1) Maria, you recently left Siguler Guff after starting and building up their distressed opportunities funds-of-funds business. Why launch your own firm?

This will be a decade of credits, and I’ve been studying credits for the prior decade. I wanted to create a platform to capitalize on the fallout from the financial crisis across many asset categories, such as corporate debt, residential mortgage debt, overleveraged financial institutions and overleveraged government balance sheets.

2) What does your partner, G2 Investment Group, bring to the table?

G2 provides broad-based market an industry expertise, as well as deal flow, across these same areas of credit that we focus on. Also it provides a global distribution platform in partnership with Forbes Capital Markets.

3) Turnaround firms don’t seem to have had the bountiful opportunities to put money to work in the wake of the financial crisis that many people anticipated. What happened?

That happened due to a wide bid ask spread between buyers and the sellers. Distressed sellers have been able to hang on to their unrealistic expectations for the valuations of their businesses. The fact that banks have extended maturities on some of the debt has further exacerbated that issue. Right now, however, you do see activity picking up.

4) Where are the best opportunities for distressed investors right now?

The best opportunities to sell right now are in areas on the more liquid end of the spectrum, where prices have come up a lot. Where you want to be as a buyer is on the smaller side—smaller, nichier opportunities involving companies with capital structures of less than $500 million. These smaller opportunities tend to be less efficient, and the high-yield market still remains relatively shut, or issuance would be very expensive.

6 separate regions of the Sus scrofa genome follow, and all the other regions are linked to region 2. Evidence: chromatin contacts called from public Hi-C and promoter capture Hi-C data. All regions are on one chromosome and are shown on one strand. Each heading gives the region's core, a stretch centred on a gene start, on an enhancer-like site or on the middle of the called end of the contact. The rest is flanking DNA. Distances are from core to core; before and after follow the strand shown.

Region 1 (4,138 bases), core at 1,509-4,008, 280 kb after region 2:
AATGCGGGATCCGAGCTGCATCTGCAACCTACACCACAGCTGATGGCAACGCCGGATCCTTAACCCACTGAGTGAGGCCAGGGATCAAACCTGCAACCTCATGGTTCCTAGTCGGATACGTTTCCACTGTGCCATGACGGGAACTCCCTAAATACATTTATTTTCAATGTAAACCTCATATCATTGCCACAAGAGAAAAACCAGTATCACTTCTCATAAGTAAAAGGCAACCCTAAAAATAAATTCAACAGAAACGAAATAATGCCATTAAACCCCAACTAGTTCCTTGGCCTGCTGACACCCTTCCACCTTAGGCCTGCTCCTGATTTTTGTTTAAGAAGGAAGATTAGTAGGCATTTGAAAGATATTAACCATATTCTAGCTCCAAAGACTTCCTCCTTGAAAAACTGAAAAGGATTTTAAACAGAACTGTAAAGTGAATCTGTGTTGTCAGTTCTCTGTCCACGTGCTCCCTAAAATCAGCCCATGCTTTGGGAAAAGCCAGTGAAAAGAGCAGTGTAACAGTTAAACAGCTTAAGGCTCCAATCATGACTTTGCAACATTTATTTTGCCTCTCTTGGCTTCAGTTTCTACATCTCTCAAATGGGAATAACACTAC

5) What do you see ahead for the global economy?

I see a big overlevered world, and there’s still more than a couple of trillion dollars in assets on balance sheets of financial institutions around the world, corporations and governments that have fundamental issues that will need to be resolved. They will need to be marked to market, which would necessitate dispositions. For the economy, I think we will have a slow and difficult recovery dragged down by all the non-performing assets that have not cleared through the system. Meantime, inflation is going to be a significant long-term threat—not immediately, not just yet, but it’s creeping up. For instance, food prices in some of the urban areas of India are up 100 percent. And that trend is quickly spreading around the globe.